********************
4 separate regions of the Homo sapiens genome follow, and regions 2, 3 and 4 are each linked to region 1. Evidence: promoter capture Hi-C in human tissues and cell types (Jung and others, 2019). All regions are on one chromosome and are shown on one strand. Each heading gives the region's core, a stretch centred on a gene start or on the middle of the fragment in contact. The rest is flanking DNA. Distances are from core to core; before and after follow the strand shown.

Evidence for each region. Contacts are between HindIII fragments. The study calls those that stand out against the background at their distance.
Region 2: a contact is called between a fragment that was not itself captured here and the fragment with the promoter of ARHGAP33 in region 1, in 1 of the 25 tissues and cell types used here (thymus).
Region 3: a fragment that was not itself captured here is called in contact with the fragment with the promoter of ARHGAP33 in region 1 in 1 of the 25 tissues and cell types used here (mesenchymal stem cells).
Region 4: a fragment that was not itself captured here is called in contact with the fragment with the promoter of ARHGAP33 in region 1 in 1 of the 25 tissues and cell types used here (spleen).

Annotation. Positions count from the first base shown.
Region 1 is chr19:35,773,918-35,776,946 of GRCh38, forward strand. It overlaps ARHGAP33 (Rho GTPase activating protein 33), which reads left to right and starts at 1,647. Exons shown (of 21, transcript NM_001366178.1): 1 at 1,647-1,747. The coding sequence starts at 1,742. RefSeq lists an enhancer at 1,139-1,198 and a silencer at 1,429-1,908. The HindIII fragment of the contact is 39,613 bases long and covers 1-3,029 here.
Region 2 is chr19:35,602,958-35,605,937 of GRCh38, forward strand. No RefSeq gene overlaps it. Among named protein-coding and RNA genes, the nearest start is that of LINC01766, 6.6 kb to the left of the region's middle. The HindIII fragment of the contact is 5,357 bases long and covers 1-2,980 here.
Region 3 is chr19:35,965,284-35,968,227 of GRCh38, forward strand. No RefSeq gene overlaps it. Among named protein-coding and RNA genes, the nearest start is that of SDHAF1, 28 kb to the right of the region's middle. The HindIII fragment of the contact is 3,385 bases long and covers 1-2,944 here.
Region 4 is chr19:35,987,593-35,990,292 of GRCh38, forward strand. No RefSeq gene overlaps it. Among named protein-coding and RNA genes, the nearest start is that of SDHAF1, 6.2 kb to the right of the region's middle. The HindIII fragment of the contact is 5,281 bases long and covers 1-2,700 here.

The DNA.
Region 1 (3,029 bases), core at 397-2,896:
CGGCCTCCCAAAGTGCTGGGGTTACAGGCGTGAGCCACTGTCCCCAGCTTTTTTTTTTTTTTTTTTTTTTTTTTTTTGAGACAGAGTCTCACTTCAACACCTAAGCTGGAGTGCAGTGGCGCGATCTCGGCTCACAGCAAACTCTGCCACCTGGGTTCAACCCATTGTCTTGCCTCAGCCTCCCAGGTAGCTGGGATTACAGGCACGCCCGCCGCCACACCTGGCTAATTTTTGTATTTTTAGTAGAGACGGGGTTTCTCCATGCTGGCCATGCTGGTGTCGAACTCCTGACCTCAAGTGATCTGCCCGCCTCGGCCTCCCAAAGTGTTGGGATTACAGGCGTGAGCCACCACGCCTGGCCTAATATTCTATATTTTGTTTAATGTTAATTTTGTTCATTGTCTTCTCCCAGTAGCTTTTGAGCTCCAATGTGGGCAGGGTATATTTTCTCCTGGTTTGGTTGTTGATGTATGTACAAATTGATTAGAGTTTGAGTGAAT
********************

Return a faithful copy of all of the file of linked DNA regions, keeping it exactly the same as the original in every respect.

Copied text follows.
4 separate regions of the Homo sapiens genome follow, and regions 2, 3 and 4 are each linked to region 1. Evidence: promoter capture Hi-C in human tissues and cell types (Jung and others, 2019). All regions are on one chromosome and are shown on one strand. Each heading gives the region's core, a stretch centred on a gene start or on the middle of the fragment in contact. The rest is flanking DNA. Distances are from core to core; before and after follow the strand shown.

Evidence for each region. Contacts are between HindIII fragments. The study calls those that stand out against the background at their distance.
Region 2: a contact is called between a fragment that was not itself captured here and the fragment with the promoter of ARHGAP33 in region 1, in 1 of the 25 tissues and cell types used here (thymus).
Region 3: a fragment that was not itself captured here is called in contact with the fragment with the promoter of ARHGAP33 in region 1 in 1 of the 25 tissues and cell types used here (mesenchymal stem cells).
Region 4: a fragment that was not itself captured here is called in contact with the fragment with the promoter of ARHGAP33 in region 1 in 1 of the 25 tissues and cell types used here (spleen).

Annotation. Positions count from the first base shown.
Region 1 is chr19:35,773,918-35,776,946 of GRCh38, forward strand. It overlaps ARHGAP33 (Rho GTPase activating protein 33), which reads left to right and starts at 1,647. Exons shown (of 21, transcript NM_001366178.1): 1 at 1,647-1,747. The coding sequence starts at 1,742. RefSeq lists an enhancer at 1,139-1,198 and a silencer at 1,429-1,908. The HindIII fragment of the contact is 39,613 bases long and covers 1-3,029 here.
Region 2 is chr19:35,602,958-35,605,937 of GRCh38, forward strand. No RefSeq gene overlaps it. Among named protein-coding and RNA genes, the nearest start is that of LINC01766, 6.6 kb to the left of the region's middle. The HindIII fragment of the contact is 5,357 bases long and covers 1-2,980 here.
Region 3 is chr19:35,965,284-35,968,227 of GRCh38, forward strand. No RefSeq gene overlaps it. Among named protein-coding and RNA genes, the nearest start is that of SDHAF1, 28 kb to the right of the region's middle. The HindIII fragment of the contact is 3,385 bases long and covers 1-2,944 here.
Region 4 is chr19:35,987,593-35,990,292 of GRCh38, forward strand. No RefSeq gene overlaps it. Among named protein-coding and RNA genes, the nearest start is that of SDHAF1, 6.2 kb to the right of the region's middle. The HindIII fragment of the contact is 5,281 bases long and covers 1-2,700 here.

The DNA.
Region 1 (3,029 bases), core at 397-2,896:
CGGCCTCCCAAAGTGCTGGGGTTACAGGCGTGAGCCACTGTCCCCAGCTTTTTTTTTTTTTTTTTTTTTTTTTTTTTGAGACAGAGTCTCACTTCAACACCTAAGCTGGAGTGCAGTGGCGCGATCTCGGCTCACAGCAAACTCTGCCACCTGGGTTCAACCCATTGTCTTGCCTCAGCCTCCCAGGTAGCTGGGATTACAGGCACGCCCGCCGCCACACCTGGCTAATTTTTGTATTTTTAGTAGAGACGGGGTTTCTCCATGCTGGCCATGCTGGTGTCGAACTCCTGACCTCAAGTGATCTGCCCGCCTCGGCCTCCCAAAGTGTTGGGATTACAGGCGTGAGCCACCACGCCTGGCCTAATATTCTATATTTTGTTTAATGTTAATTTTGTTCATTGTCTTCTCCCAGTAGCTTTTGAGCTCCAATGTGGGCAGGGTATATTTTCTCCTGGTTTGGTTGTTGATGTATGTACAAATTGATTAGAGTTTGAGTGAAT